Food Spot | Delhi

Delicious from all angles!

A friend asked me some days ago if there was anything that I could eat day in and day out and not get bored of it. I gave it some thought and then said, ‘samosa’. I am inordinately fond of this dish, and there is a good reason why I never tire of it. For, within a triangular flour casing, there can be various kinds of fillings.

Some of my favourite ones — from Kallan Sweets in the Jama Masjid area, for instance — are stuffed with minced meat. The Bengali singara may have cauliflower florets in it, or small pieces of potatoes with the skin, sautéed with peanuts. The small dry samosa, found in some parts of Delhi, is stuffed with peas. And I have also had kheerer singara, a Bengali khoya-stuffed samosa.

Delicious from all angles!

That is why, as the city went into festive mode earlier this week, I went looking, on the Net, for some samosas to mark the occasion. I had earlier come across an eatery called Samose (; Address: Shop No. 5, Lotus Plaza, Vaibhav Khand, Indirapuram, Ghaziabad) and found its menu rather interesting. I went to the site and decided that we could do with a Jodhpuri samosa, a Bengali samosa (₹20 for one), chicken masala samosa (₹55), mini chicken masala samosa (₹30) and aloo samosa ghugni chaat (₹65). I ordered through a food aggregator app, timing it such that the samosas arrived at tea time.

As I bit into the Jodhpuri samosa, I mulled over the fact that samosas have regional varieties from across the country. They are so intrinsically a part of our food culture that it is difficult to remember that they actually came in from West Asia (poetry from Iran of the 9th century mentions the sambusa). In India, food historian K.T. Achaya points out, Amir Khusro had described a samosa in 1300 as a dish prepared with meat, ghee and onions and eaten by aristocrats. In 1350 or so, Ibn Batuta referred to the samusak “as minced meat cooked with almond, walnut, pistachio, onions and spices, placed inside a thin envelope of wheat and deep fried in ghee”.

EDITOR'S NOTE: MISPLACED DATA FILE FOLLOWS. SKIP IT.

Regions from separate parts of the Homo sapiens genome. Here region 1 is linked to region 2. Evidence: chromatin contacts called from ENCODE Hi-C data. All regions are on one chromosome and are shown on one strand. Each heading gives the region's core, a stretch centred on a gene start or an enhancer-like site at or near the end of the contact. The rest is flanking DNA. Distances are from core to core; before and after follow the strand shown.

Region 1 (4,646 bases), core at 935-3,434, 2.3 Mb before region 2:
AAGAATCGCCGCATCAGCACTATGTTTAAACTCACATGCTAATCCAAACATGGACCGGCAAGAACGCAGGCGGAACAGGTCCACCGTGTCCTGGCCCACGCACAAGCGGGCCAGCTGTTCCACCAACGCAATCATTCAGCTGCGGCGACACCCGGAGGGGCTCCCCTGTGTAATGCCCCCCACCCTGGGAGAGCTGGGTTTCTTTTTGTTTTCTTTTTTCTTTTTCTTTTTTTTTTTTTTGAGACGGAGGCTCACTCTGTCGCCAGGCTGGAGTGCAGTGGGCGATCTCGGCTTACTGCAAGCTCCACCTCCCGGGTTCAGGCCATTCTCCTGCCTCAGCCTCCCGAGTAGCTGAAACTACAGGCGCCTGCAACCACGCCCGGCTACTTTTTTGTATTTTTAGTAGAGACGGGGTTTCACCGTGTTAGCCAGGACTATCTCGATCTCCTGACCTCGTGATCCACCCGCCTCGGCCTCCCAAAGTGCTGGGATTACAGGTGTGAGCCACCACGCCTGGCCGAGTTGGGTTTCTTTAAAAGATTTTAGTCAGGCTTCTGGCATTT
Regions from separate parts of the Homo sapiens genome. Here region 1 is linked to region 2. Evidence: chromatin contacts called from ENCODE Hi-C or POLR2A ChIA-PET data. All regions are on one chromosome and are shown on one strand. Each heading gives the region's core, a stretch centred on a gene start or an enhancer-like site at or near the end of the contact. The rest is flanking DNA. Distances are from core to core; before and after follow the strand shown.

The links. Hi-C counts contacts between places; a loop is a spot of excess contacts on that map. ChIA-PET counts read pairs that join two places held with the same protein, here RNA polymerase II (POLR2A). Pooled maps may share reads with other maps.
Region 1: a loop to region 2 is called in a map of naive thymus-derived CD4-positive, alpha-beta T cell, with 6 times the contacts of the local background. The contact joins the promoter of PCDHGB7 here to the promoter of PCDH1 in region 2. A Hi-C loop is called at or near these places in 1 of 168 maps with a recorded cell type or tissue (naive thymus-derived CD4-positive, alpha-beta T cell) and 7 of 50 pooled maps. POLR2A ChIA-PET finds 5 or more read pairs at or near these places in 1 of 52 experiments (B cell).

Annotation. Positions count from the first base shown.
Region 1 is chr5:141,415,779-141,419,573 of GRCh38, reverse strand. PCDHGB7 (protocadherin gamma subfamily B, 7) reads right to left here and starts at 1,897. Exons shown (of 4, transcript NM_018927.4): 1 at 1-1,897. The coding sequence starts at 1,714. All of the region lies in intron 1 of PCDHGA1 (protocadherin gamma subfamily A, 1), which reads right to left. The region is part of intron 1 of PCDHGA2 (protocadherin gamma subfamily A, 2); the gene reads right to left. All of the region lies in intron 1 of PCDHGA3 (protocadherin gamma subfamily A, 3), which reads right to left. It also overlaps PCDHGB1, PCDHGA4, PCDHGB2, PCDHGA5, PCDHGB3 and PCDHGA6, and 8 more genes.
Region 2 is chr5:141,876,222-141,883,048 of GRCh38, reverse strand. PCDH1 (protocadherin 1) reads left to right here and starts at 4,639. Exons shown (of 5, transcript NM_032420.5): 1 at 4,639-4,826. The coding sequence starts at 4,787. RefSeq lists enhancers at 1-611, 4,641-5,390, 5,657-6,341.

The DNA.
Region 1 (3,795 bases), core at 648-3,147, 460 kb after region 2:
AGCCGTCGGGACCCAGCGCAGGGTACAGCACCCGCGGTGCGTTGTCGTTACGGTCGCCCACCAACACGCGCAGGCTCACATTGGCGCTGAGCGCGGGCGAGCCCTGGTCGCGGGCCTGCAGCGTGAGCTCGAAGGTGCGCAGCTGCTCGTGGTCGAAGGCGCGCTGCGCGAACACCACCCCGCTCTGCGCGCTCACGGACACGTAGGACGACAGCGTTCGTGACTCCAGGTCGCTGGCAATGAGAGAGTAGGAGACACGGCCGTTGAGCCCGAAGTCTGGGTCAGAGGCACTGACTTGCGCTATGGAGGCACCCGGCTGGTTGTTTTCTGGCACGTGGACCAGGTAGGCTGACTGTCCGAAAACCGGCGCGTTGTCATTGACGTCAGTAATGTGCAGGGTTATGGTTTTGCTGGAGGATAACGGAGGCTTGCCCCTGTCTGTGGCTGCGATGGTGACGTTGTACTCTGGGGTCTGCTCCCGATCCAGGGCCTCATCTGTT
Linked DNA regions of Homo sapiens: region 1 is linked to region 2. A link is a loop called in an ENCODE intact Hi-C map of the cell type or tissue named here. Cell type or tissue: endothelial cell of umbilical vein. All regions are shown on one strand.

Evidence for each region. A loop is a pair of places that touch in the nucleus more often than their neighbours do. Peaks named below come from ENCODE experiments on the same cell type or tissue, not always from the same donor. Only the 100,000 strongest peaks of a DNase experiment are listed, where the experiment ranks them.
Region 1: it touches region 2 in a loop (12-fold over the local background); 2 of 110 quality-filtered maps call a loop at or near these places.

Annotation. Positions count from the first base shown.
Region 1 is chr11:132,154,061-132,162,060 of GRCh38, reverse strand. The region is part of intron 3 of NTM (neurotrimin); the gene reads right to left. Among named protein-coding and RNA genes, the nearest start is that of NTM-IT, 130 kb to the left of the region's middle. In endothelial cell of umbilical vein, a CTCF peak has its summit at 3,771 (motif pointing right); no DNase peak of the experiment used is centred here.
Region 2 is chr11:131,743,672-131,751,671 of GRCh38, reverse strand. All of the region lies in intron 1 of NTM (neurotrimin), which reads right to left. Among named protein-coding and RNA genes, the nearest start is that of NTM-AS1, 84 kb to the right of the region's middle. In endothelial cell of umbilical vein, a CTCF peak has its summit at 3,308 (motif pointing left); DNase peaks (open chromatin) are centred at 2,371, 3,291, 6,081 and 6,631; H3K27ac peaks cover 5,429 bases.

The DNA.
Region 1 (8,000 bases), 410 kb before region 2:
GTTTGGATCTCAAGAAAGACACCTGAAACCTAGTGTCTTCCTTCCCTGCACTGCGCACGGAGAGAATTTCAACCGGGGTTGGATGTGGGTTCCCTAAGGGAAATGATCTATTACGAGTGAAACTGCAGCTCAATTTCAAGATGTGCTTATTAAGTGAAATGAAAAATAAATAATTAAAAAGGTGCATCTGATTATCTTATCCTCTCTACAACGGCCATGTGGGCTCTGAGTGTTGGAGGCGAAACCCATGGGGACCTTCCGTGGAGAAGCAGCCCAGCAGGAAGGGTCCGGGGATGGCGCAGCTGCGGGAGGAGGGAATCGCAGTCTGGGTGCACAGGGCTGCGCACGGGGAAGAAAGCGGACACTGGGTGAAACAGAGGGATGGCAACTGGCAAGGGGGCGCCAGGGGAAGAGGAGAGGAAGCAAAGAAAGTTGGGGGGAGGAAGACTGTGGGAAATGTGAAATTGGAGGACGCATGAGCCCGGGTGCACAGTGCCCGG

Now, of course, it doesn’t have to be deep fried, it can be baked. The fillings vary, though potatoes are largely the preferred choice. The Jodhpuri samosa had a boiled potato filling — deliciously spicy and just mildly sweet. The Bengali samosa was tasty but I thought it could have done without the haldi the diced potatoes had been tempered with. I particularly liked the chicken masala samosa — small pieces of chicken that had been cooked with spices. The casing in all the samosas was wonderfully crisp.

I love samosa chaats and have been fond of them ever since I had my first plate in Muzaffarnagar decades ago. I still salivate over the picture of the samosa being smashed in a dona, and then topped with curd, chutneys and spices. I had pictured the ghugni chaat somewhat differently though — I thought it would be more like the Bengali ghugni (matthra with onions and what have you). This had some yellow peas but it was largely a chaat preparation with a samosa, curd and chutneys. It was delightful and I scooped out the last remaining bits of the chaat once I had tasted the rest.

The samosas gave a festive touch to my tea that day. I used to enjoy visiting the food stalls at the Durga Puja pandals but this year the stalls had been disallowed, for obvious reasons. I couldn’t go for the festive food but the food came to me.

Our code of editorial values

This article is closed for comments.
Please Email the Editor

Printable version | Nov 28, 2021 7:56:32 AM |

Next Story